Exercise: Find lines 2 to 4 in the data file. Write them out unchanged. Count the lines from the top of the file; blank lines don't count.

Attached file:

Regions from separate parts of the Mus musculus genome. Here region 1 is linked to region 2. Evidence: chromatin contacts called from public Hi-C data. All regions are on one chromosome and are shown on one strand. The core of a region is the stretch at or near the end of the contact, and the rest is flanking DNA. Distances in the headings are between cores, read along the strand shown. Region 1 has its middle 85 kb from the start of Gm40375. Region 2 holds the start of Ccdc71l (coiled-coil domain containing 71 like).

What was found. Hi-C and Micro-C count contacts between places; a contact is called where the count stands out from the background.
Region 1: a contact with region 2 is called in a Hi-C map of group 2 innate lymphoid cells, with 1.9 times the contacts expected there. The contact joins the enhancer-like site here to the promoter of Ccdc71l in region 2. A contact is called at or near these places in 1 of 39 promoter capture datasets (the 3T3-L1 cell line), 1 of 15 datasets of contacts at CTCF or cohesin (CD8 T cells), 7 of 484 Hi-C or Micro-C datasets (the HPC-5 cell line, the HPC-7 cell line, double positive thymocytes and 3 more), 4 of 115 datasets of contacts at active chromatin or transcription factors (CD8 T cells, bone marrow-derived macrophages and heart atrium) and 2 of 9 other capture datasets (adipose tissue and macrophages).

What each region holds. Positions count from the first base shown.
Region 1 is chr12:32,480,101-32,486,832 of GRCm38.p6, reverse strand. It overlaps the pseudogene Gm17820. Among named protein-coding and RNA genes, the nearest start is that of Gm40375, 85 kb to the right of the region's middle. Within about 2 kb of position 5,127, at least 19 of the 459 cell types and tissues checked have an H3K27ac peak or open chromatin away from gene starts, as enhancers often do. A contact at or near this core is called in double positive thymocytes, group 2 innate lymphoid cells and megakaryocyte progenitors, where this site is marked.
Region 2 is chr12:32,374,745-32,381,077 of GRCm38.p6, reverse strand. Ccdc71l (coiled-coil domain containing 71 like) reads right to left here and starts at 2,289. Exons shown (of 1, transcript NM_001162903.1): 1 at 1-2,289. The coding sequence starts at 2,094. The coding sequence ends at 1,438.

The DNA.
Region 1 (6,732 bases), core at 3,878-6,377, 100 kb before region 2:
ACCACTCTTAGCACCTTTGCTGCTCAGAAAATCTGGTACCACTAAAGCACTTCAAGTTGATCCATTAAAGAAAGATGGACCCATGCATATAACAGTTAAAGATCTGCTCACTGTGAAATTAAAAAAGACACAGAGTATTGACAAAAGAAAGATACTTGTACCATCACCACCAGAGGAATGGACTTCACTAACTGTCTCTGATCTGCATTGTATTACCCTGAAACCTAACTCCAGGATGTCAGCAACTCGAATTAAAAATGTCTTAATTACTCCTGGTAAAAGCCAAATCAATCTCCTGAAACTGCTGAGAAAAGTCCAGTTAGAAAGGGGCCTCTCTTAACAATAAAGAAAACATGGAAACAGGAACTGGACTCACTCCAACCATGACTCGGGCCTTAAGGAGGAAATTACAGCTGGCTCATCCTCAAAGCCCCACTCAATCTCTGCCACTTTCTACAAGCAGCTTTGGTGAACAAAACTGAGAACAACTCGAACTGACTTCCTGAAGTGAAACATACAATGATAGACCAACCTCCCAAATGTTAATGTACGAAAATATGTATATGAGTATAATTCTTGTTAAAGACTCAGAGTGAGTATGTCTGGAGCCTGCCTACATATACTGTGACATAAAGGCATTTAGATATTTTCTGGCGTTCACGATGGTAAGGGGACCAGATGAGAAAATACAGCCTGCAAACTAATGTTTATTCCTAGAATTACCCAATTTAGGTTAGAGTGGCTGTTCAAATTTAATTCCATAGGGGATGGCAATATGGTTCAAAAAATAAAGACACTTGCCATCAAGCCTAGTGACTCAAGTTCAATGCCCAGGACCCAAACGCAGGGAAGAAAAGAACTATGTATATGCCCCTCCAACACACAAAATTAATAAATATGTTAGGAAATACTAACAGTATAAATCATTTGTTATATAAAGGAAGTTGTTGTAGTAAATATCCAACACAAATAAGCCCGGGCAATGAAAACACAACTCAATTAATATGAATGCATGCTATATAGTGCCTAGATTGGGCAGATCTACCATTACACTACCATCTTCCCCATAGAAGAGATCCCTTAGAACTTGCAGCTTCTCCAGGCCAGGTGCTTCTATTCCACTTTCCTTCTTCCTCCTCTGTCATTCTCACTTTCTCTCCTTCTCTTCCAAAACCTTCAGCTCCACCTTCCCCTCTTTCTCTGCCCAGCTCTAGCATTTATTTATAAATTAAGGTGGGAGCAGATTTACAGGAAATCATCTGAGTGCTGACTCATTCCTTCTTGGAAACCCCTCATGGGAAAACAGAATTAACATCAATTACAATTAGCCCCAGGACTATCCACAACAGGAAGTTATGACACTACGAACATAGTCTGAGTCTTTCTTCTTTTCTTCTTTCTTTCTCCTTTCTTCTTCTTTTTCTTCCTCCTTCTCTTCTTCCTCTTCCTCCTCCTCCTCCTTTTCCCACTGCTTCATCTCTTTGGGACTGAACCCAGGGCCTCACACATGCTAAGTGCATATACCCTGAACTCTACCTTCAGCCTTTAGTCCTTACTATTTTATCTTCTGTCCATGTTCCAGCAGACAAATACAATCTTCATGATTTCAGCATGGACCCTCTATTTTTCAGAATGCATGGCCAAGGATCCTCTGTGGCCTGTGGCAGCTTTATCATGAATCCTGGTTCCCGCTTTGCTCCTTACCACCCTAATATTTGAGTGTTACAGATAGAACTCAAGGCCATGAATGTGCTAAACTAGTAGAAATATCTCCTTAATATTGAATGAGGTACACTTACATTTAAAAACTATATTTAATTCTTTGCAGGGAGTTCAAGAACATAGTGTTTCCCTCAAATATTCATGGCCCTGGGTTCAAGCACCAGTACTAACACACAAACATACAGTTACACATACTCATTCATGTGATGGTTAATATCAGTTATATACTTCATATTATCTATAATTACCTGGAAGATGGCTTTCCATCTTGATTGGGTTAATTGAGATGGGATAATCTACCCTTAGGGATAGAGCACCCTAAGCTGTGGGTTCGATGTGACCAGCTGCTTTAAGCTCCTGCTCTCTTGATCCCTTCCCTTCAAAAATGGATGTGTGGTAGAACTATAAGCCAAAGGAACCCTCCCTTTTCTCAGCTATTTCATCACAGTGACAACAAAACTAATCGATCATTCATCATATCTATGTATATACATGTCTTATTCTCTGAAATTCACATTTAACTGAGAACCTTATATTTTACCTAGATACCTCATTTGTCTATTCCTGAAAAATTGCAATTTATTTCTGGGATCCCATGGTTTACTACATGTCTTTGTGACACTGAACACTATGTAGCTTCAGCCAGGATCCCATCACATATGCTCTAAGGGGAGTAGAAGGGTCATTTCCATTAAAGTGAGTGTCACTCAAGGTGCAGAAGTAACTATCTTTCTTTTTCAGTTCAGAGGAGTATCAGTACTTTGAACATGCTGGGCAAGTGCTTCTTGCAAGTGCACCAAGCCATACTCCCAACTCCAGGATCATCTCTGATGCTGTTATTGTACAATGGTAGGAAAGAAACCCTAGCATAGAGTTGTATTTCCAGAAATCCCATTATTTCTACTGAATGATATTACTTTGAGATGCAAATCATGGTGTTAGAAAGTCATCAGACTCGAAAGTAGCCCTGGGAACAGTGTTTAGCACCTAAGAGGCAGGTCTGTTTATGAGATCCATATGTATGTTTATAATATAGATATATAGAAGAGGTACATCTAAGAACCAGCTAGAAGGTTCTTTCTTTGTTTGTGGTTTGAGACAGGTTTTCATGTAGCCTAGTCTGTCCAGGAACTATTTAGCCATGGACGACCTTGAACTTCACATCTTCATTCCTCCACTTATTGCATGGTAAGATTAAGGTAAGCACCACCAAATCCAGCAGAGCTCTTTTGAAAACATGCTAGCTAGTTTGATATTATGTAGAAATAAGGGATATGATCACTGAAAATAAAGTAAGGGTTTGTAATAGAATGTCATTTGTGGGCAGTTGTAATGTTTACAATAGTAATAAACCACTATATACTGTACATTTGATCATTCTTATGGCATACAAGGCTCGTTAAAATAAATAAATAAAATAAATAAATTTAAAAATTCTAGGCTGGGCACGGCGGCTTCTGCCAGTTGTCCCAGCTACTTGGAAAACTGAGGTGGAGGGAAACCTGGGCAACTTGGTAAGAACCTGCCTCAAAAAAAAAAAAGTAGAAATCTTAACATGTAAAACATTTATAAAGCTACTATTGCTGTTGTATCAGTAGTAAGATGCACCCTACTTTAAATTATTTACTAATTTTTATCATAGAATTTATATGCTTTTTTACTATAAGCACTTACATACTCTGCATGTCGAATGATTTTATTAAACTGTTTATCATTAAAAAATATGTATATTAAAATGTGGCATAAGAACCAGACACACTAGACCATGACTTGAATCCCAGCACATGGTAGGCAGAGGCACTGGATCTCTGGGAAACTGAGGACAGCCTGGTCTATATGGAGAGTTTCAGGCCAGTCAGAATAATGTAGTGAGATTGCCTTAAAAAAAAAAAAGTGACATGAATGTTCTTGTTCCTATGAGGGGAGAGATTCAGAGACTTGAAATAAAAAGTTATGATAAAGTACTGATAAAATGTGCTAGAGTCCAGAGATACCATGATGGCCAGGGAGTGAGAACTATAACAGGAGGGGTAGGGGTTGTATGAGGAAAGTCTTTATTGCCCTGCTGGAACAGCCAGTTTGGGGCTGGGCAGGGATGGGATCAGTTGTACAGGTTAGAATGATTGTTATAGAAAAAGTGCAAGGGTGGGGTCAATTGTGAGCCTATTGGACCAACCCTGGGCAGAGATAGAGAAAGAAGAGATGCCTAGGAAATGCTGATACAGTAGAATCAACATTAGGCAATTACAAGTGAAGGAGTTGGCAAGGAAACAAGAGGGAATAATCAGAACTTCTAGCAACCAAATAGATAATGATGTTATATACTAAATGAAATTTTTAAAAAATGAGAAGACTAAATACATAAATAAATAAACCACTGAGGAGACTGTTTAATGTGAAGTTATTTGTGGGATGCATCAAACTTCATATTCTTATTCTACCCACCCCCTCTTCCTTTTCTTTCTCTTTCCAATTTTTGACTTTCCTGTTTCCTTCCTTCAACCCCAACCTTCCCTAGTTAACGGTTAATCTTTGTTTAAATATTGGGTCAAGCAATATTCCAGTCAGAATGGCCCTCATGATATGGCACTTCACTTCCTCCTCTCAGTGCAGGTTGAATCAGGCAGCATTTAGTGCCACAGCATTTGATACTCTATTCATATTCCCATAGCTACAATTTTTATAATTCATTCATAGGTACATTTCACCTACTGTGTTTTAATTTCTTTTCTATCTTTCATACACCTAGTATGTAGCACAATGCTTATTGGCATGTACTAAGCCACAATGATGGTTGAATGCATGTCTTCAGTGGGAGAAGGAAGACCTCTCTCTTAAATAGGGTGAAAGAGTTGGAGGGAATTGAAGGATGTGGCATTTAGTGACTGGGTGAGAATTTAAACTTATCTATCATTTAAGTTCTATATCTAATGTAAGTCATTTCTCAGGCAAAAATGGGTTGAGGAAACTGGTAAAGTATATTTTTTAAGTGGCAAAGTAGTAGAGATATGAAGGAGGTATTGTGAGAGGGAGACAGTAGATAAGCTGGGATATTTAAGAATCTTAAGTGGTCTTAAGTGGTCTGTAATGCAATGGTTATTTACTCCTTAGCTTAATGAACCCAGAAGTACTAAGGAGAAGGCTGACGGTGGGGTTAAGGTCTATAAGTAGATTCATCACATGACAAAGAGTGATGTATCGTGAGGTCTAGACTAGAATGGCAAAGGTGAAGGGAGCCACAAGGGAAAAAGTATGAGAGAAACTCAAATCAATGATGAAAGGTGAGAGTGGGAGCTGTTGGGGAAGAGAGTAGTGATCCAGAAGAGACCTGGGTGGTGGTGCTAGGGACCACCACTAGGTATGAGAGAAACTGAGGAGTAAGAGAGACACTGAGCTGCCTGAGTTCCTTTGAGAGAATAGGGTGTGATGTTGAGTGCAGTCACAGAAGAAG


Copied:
What was found. Hi-C and Micro-C count contacts between places; a contact is called where the count stands out from the background.
Region 1: a contact with region 2 is called in a Hi-C map of group 2 innate lymphoid cells, with 1.9 times the contacts expected there. The contact joins the enhancer-like site here to the promoter of Ccdc71l in region 2. A contact is called at or near these places in 1 of 39 promoter capture datasets (the 3T3-L1 cell line), 1 of 15 datasets of contacts at CTCF or cohesin (CD8 T cells), 7 of 484 Hi-C or Micro-C datasets (the HPC-5 cell line, the HPC-7 cell line, double positive thymocytes and 3 more), 4 of 115 datasets of contacts at active chromatin or transcription factors (CD8 T cells, bone marrow-derived macrophages and heart atrium) and 2 of 9 other capture datasets (adipose tissue and macrophages).

What each region holds. Positions count from the first base shown.